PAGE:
Before the initiation of data analysis, we identified potential risk factors of low BMD associated with the Triad (i.e., factors associated with low EA/chronic energy deficiency and menstrual dysfunction). Definitions and/or cutoff points used for each risk factor were decided based on their recognition as the criteria for an established clinical condition, or evidence linking the factor to the Triad and related clinical sequelae. The risk factors assessed included the following: low BMI (<18.5 kg·m−2), low BW (<90% ideal BW [IBW]), elevated dietary restraint, pathological weight control behavior, lean sport/activity participation, late menarche, and current oligo/amenorrhea. The Centers for Disease Control cites a BMI <18.5 kg·m−2 as underweight. Torstveit and Sundgot-Borgen (34) also defined BMI <18.5 kg·m−2 as an at-risk criterion of the Triad in a large population of competitive female athletes by assuming that a very low BMI may indicate chronic energy deficiency. In addition, a BW less than 10% of ideal, using the IBW equation (18), has been used to define a moderate underweight status (29). Amenorrhea and oligomenorrhea are considered the most severe clinical menstrual disturbances in the 2007 ACSM Position Stand on the Triad (26). Primary or secondary amenorrhea is one of the required criteria defined by the World Health Organization and the Diagnostic and Statistical Manual of Mental Disorders, Fourth Edition for anorexia nervosa and also represents a well-documented factor associated with compromised bone mineral accretion and/or bone loss in exercising women (11). Pathological weight control behaviors are unhealthy dieting strategies that may be used by female athletes to achieve a low BW considered advantageous for performance or appearance-related reasons (34). Late menarche indicates a history of primary amenorrhea and is associated with a negative effect on bone mineral accrual during adolescence (24). Investigators have previously reported associations among the following factors associated with the Triad and low BMD in exercising women: low BMI/BW, elevated dietary restraint (as measured by the EDE-Q, TFEQ, or clinical interview), lean sport/activity participation, and menstrual dysfunction (5,6,30,33,37).

Statistical analyses

All statistical analyses were conducted using the Statistical Package for the Social Sciences (version 19.0; SPSS Inc., Chicago, IL). All hypothesis tests were two sided, and P < 0.05 was considered significant. Data screening was conducted before analysis, involving outlier detection, evaluation of assumptions of normality, and regression diagnostics. Clinical characteristics (i.e., age, ethnicity, height, body mass, BMI, body composition, age of menarche, and gynecological age) and percentage of Triad risk factors were determined to describe the study sample. Descriptive statistics were reported to include means and standard deviations for continuous data and frequency and percent for categorical data between participants with BMD z-score < −1 and those participants with BMD z-score ≥ −1 based on the ACSM criteria (26). Psychometric survey data were recoded and scored to determine subscale or total scores. Group comparisons for descriptive purposes were performed using independent Student t-tests for continuous data and chi-square tests for categorical data. When variables were not normally distributed, the Mann–Whitney test was used to determine group differences.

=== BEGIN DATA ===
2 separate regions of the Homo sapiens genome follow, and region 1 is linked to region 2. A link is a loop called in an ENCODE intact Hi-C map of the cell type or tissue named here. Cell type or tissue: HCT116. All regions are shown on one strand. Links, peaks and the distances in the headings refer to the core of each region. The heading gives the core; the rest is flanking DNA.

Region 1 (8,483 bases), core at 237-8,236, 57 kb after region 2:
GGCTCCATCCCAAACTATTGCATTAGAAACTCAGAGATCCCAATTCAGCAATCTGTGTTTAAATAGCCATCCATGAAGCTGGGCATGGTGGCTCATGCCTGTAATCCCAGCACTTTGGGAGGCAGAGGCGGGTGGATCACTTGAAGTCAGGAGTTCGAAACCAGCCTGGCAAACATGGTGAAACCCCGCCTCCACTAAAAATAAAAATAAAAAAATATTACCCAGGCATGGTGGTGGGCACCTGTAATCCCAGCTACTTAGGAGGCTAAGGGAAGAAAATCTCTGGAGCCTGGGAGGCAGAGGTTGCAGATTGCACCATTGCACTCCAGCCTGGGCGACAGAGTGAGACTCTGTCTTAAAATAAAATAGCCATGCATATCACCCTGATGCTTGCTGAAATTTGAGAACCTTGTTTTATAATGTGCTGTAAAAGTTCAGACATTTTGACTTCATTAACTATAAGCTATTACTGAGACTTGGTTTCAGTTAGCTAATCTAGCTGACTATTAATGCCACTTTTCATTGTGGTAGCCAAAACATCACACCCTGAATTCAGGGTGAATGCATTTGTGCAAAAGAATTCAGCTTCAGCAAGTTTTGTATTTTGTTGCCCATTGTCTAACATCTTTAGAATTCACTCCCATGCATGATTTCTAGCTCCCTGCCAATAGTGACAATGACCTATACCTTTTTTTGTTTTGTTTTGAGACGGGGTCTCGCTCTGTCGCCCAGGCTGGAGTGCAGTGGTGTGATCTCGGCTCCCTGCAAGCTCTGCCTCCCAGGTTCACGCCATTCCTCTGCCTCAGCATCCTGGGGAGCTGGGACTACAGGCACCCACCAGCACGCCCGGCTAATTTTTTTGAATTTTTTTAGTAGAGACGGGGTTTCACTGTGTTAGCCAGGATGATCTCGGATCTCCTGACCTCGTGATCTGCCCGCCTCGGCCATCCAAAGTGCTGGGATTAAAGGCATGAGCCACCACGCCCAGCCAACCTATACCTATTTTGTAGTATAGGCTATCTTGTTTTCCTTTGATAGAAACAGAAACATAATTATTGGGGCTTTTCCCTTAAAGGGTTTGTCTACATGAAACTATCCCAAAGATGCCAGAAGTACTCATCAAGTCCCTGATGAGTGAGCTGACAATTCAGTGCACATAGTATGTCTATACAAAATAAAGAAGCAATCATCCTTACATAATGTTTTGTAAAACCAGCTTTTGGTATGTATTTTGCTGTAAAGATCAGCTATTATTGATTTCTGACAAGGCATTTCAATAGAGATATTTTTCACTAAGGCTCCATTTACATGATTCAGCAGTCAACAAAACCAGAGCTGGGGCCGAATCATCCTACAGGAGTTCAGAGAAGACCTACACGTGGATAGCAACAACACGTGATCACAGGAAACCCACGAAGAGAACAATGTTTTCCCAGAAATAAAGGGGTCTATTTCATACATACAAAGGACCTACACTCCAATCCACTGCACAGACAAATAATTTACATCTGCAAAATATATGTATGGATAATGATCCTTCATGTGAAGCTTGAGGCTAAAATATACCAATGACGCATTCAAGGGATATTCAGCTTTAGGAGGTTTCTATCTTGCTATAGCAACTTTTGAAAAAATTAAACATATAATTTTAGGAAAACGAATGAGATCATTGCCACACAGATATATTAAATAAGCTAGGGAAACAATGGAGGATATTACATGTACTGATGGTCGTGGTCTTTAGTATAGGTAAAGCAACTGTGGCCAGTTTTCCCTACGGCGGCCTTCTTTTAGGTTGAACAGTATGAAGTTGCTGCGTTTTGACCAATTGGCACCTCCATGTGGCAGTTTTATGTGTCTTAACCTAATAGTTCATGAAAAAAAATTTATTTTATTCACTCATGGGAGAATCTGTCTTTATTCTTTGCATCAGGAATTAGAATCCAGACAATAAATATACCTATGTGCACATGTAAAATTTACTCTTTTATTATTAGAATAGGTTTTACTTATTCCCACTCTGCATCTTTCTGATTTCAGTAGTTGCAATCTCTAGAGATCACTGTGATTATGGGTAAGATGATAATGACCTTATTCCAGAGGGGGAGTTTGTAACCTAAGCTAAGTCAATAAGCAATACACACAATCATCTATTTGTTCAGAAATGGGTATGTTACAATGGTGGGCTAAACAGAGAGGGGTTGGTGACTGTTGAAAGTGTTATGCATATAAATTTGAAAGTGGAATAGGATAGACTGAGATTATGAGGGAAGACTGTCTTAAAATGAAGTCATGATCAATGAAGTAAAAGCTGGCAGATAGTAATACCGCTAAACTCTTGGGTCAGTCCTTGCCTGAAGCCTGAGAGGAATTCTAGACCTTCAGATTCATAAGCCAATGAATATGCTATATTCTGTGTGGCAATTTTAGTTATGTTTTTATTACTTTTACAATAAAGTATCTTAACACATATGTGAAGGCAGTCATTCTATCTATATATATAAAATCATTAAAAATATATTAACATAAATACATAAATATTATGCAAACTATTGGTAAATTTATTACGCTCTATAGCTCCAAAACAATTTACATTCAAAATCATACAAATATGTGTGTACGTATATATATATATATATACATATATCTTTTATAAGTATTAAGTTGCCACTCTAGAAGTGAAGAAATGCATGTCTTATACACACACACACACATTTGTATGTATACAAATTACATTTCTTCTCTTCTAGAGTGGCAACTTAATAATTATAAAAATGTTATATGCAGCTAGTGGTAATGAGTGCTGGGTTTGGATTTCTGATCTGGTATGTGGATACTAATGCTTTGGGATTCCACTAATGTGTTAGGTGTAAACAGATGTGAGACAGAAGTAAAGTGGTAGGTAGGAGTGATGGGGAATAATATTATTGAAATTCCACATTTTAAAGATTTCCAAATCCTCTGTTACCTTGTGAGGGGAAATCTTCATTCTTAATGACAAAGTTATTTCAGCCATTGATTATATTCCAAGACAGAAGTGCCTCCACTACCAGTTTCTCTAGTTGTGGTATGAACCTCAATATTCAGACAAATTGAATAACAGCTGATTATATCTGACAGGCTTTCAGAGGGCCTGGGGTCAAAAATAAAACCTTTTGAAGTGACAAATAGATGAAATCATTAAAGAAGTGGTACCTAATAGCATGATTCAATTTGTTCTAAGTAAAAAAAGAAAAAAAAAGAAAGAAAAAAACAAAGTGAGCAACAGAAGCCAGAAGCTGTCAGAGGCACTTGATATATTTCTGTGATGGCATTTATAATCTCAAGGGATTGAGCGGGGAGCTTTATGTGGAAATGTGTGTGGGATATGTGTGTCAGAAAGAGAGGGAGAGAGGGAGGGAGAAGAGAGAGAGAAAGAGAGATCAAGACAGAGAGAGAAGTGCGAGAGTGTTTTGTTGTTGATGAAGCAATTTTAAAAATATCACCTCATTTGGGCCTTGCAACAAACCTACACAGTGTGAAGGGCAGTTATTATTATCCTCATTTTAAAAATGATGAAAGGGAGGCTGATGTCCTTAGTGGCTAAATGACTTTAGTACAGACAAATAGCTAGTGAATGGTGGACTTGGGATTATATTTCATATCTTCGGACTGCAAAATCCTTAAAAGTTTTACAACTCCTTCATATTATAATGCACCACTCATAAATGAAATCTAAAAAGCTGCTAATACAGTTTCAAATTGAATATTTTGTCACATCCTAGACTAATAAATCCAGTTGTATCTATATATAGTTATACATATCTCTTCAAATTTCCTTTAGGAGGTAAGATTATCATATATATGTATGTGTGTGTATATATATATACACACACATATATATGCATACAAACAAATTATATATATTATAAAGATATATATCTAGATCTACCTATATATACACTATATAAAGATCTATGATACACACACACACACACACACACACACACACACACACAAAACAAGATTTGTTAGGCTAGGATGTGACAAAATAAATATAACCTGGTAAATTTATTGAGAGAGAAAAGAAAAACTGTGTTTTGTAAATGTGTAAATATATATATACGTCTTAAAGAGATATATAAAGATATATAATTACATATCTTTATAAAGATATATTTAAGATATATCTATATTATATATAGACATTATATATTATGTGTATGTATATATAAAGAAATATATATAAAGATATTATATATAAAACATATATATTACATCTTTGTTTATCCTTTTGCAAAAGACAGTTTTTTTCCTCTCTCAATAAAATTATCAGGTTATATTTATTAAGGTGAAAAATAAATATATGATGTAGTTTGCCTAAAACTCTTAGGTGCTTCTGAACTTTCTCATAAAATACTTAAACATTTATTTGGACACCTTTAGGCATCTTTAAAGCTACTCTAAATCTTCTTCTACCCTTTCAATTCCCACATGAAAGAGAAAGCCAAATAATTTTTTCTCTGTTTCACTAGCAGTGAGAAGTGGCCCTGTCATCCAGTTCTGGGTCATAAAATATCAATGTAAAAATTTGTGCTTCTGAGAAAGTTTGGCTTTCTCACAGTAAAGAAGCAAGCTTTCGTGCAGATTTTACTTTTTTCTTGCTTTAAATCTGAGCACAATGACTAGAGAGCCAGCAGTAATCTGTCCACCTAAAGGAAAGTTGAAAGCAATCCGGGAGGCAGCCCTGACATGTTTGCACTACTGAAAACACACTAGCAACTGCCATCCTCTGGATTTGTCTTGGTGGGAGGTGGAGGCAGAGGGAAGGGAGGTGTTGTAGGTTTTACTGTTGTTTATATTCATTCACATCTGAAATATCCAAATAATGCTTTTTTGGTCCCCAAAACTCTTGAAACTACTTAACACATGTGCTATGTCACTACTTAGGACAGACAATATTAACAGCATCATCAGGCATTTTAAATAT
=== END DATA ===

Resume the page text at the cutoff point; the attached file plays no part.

Chi-square tests were performed to determine the following: 1) the association between Triad risk factors (individually and in combination) and low BMD (z-score < −1 and ≤ −2) in exercising women and 2) the association between the cumulative effect of Triad risk factors in exercising women (those who met the criteria for multiple [any 2, 3, 4, or 5] Triad risk factors) and low BMD (z-score < −1 and ≤ −2). Crude odds ratios (OR) and 95% confidence intervals (95% CI) were determined to compare the risk for low BMD (z-score < −1 and ≤ −2) in participants with risk factors associated with the Triad (individually and in combination) compared with those participants that did not meet the criteria for the evaluated individual or combined Triad risk factors. Adjusted OR with 95% CI were generated using multivariable logistic regression analyses to determine the strongest predictors of low BMD in exercising women (31). Items in the multivariable logistic regression model analyses included the Triad risk factors (current oligo/amenorrhea, late menarche, low BMI, elevated dietary restraint, and lean sport/activity participation) and relevant covariates known to affect BMD (age [yr] and LBM [kg]). On the basis of the tight correlation between BMI and BW, low BW was excluded from the multivariable regression analyses. Adjusted models were conducted for low BMD z-score < −1 and low BMD z-score ≤ −2. A sample size calculation based on data from previous publications (5,8,19,33) indicated that 375 women would provide adequate power (1 − β = 0.80) to detect a significant 1) association between Triad risk factors (individually and in combination) and low BMD (z-score < −1 and ≤ −2) in exercising women and 2) association between the cumulative effect of Triad risk factors in exercising women (those who met the criteria for multiple [any 2, 3, 4, or 5] Triad risk factors) and low BMD (z-score < −1 and ≤ −2).